Similarly, my strong impression is that Palin and Bachmann have been portrayed quite poorly, with Palin coming across as a manipulative grandstander and Bachmann as a religious zealot and weirdo.  But, according to the “tone” analysis, both have been portrayed positively 3 to 2. But if this comes from equal treatment of the overall message of the piece with throwaway lines about their charismatic appeal and the enthusiasm of their relatively small base of supporters, it’s just misleading. By that standard, “Sarah Palin is a good looking woman and terrific public speaker, but she’s too stupid to be president” is 2-to-1 positive.

FILED UNDER: Campaign 2012, Media, US Politics
James Joyner
About James Joyner
James Joyner is Professor and Department Head of Security Studies at Marine Corps University's Command and Staff College and a nonresident senior fellow at the Scowcroft Center for Strategy and Security at the Atlantic Council. He's a former Army officer and Desert Storm vet. Views expressed here are his own. Follow James on Twitter @DrJJoyner.

Comments

  1. Steve Benen points to this as evidence that the “liberal media” meme is a sham.

    The assumption seems to be that negative coverage of Obama == conservative bias. If Republicans are criticized for being too conservative, while Obama is criticized for being no liberal enough, it’s possible to be more critical of him while still being liberally biased.

    Other thing is that while this covers tone of coverage, it doesn’t say anything about amount of coverage, which seems an important part of the picture.

  2. Tsar Nicholas II says:

    This is an Onion-style parody, right?

  3. PD Shaw says:

    “If I had been forced to guess, I’d have gone with either Sarah Palin or Michele Bachmann as having gotten the most coverage.”

    Some indication that Fox News didn’t cover Michele Bachmann here. Mickey Kaus suspects Roger Ailes doesn’t want Bachmann candidacy.

  4. mantis says:

    The assumption seems to be that negative coverage of Obama == conservative bias.

    No it isn’t. Benen points out that the evidence does not point to liberal bias in the news media, which many take as a given. That’s all. Even if this is not evidence of liberal bias, that doesn’t mean it’s evidence of conservative bias, and Benen doesn’t say it is.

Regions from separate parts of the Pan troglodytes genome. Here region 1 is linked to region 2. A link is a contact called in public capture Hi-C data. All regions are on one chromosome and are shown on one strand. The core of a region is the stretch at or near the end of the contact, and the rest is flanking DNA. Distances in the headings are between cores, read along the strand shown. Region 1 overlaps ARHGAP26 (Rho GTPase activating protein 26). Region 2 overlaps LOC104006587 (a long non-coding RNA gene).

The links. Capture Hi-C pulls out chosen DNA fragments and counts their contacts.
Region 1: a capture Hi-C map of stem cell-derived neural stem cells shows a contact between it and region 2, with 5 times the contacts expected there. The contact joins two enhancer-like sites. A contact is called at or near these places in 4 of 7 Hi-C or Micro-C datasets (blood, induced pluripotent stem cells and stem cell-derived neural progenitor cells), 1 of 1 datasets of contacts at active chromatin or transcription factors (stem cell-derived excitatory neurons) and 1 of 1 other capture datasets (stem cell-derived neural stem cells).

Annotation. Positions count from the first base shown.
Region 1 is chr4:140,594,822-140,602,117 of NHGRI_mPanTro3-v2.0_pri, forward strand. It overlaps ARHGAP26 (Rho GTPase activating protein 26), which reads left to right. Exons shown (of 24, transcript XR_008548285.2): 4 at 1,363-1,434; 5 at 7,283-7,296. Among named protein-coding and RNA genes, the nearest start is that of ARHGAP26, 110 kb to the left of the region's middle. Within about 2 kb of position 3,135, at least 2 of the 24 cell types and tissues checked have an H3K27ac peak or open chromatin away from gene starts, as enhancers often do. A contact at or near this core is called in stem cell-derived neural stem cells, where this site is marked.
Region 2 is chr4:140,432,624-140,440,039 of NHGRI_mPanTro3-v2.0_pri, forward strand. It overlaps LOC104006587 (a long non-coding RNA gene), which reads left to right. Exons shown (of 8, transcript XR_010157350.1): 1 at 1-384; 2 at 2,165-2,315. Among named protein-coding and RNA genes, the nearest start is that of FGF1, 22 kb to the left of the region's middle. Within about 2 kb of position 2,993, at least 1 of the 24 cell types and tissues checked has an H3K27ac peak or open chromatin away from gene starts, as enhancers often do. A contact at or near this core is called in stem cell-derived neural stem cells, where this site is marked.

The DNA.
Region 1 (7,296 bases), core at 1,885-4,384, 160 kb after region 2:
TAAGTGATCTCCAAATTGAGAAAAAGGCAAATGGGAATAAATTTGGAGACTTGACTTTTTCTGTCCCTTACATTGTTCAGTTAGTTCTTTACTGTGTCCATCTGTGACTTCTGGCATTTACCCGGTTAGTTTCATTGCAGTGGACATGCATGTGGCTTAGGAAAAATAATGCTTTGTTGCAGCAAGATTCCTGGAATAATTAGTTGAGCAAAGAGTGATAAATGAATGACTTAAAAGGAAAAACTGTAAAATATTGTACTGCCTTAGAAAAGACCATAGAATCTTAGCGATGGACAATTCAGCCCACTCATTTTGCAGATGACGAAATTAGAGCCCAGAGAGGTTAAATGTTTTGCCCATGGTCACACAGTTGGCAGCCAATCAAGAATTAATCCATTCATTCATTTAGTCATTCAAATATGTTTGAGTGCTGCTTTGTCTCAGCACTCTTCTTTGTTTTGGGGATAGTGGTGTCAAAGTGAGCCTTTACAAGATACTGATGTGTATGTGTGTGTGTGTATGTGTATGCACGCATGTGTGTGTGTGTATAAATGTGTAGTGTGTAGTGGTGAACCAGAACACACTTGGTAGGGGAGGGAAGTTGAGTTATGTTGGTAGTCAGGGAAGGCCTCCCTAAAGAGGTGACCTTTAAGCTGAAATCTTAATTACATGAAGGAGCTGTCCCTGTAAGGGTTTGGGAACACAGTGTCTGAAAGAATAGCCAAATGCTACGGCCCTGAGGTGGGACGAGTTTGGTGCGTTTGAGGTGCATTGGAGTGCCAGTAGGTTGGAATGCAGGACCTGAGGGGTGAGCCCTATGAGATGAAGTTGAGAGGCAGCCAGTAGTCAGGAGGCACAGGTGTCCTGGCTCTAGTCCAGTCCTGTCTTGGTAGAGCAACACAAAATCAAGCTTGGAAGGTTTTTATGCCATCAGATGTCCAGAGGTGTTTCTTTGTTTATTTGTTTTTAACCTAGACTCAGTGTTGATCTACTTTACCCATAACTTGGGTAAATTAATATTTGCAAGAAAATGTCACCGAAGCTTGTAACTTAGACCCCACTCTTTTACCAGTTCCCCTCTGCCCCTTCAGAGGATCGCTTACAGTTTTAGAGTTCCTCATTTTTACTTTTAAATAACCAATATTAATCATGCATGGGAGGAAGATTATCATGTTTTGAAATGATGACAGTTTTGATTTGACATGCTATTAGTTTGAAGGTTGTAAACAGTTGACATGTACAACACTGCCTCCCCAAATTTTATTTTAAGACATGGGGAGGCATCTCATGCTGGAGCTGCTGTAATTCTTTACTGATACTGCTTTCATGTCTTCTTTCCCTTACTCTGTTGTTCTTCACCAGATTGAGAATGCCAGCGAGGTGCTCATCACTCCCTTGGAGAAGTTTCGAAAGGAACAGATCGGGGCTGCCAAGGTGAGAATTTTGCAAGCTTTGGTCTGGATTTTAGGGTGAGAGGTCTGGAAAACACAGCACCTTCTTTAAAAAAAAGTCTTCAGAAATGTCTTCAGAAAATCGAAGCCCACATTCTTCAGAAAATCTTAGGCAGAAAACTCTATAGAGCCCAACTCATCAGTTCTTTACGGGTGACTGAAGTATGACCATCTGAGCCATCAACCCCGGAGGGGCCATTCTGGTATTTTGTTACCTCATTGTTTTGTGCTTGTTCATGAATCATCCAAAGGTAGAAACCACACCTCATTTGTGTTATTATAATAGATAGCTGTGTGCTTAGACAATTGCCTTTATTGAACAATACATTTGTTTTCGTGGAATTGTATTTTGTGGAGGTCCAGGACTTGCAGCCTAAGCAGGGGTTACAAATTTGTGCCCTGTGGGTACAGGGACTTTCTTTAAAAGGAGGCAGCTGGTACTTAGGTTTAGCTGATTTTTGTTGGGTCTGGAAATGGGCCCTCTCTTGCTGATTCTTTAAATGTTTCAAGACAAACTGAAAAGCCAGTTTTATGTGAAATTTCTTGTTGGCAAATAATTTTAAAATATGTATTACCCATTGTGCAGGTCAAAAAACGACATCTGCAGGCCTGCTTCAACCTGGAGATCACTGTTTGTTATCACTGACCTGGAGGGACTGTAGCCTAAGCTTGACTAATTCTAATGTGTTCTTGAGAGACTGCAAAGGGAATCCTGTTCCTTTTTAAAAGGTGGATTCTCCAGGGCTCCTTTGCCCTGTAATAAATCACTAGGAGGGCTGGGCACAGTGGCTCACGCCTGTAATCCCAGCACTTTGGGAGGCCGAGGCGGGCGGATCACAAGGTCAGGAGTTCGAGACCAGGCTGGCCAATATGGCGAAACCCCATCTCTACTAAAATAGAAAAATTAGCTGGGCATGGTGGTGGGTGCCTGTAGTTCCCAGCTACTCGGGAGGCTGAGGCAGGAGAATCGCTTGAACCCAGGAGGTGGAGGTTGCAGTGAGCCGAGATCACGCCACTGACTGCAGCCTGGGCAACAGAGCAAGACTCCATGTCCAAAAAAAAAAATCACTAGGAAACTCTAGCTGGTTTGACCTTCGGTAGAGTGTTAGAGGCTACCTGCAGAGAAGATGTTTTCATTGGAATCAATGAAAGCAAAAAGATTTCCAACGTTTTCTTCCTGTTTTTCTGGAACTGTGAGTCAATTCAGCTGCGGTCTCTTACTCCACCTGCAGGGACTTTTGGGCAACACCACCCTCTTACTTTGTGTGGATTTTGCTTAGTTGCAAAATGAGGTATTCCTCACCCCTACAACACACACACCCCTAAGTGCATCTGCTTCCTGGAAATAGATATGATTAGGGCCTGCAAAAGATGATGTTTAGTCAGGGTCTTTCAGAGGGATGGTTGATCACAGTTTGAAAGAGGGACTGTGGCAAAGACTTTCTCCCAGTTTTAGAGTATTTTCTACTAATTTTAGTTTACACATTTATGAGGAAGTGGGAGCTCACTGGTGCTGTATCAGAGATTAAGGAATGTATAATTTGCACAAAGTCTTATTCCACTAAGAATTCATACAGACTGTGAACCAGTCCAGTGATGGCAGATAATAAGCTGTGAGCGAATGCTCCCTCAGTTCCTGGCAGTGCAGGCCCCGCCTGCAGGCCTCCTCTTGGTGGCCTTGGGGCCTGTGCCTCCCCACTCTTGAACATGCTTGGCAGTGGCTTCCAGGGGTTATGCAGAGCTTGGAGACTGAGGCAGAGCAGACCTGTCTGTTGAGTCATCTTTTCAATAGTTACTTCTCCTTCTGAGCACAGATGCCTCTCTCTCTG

5. Loviatar says:

    @mantis:

    James is just being a good Republican.

    Whats that old legal quote,

    If the facts are on your side, argue the facts. If the law is on your side, argue the law . If neither the facts nor the law are on your side, just argue.

    James is arguing.

  6. Tlaloc says:

    Media has a media bias, not a liberal or conservative one.

  7. James Joyner says:

    @Loviatar: What the hell are you talking about?

  8. andrew says:

    The coverage of Perry and Palin has been positive? LOL. Ya can’t make it up.

  9. Clovis says:

    Suddenly blogs count?

    Crimson Hexagon software examines online content provided by RSS feeds of thousands of news outlets from the U.S. and around the world. This provides researchers with analysis of a much wider pool of content than conventional human coding can provide. Specifically, the monitors PEJ creates are based on more than 11,500 news web sites, several million blogs, and hundreds of millions of publicly available Twitter and Facebook posts. CH maintains a database of all stories and posts available—numbering into the billions—so texts can be investigated retroactively.

    Don’t recall this sort of sample before. Certainly doesn’t seem to be the, y’know, Media as much as “everything we could get our hands on” sort of thingummy.

    That’s likely a function of my viewing things through the prism of the blogosphere and Twitter rather than watching the nightly news.

    Guess it isn’t a function of that in so far as blogs, twitter and bleedin’ facebook are included. So it looks like the algorithm is screwy, for the reasons you mentioned.

  10. James Joyner says:

    @Clovis: Actually, they separated out the blogs for a comparative analysis:

    A separate analysis also tracks the level of discussion and tone across hundreds of thousands of blogs. The study covers the 23 weeks from May 2, when candidates began to announce, to October 9, one week ago—that first phase of what might be called The Media Primary.

    The blogosphere, it turns out, is proving a much rougher environment than the news media for candidates, including contenders associated with the Tea Party movement. But one candidate has emerged as the winner of the blog primary so far—Texas Congressman Ron Paul.

    The research, across such a wide range of outlets, and using a combination of conventional and computer tools, make it possible to quickly compare shifts in news coverage and in blogs with events in the campaign and movements in the polls. The project will continue to provide reports tracking the level and tone of candidate coverage on a weekly basis throughout the campaign season.

    They’re not hacks; indeed, they’re among the most well regarded research firms out there. I’m just dubious of content analysis, especially when applied in this manner. I may make sense in terms of doing archival research of government documents, for example. But public perceptions of news stories are disproportionately influenced by headlines and opening paragraphs.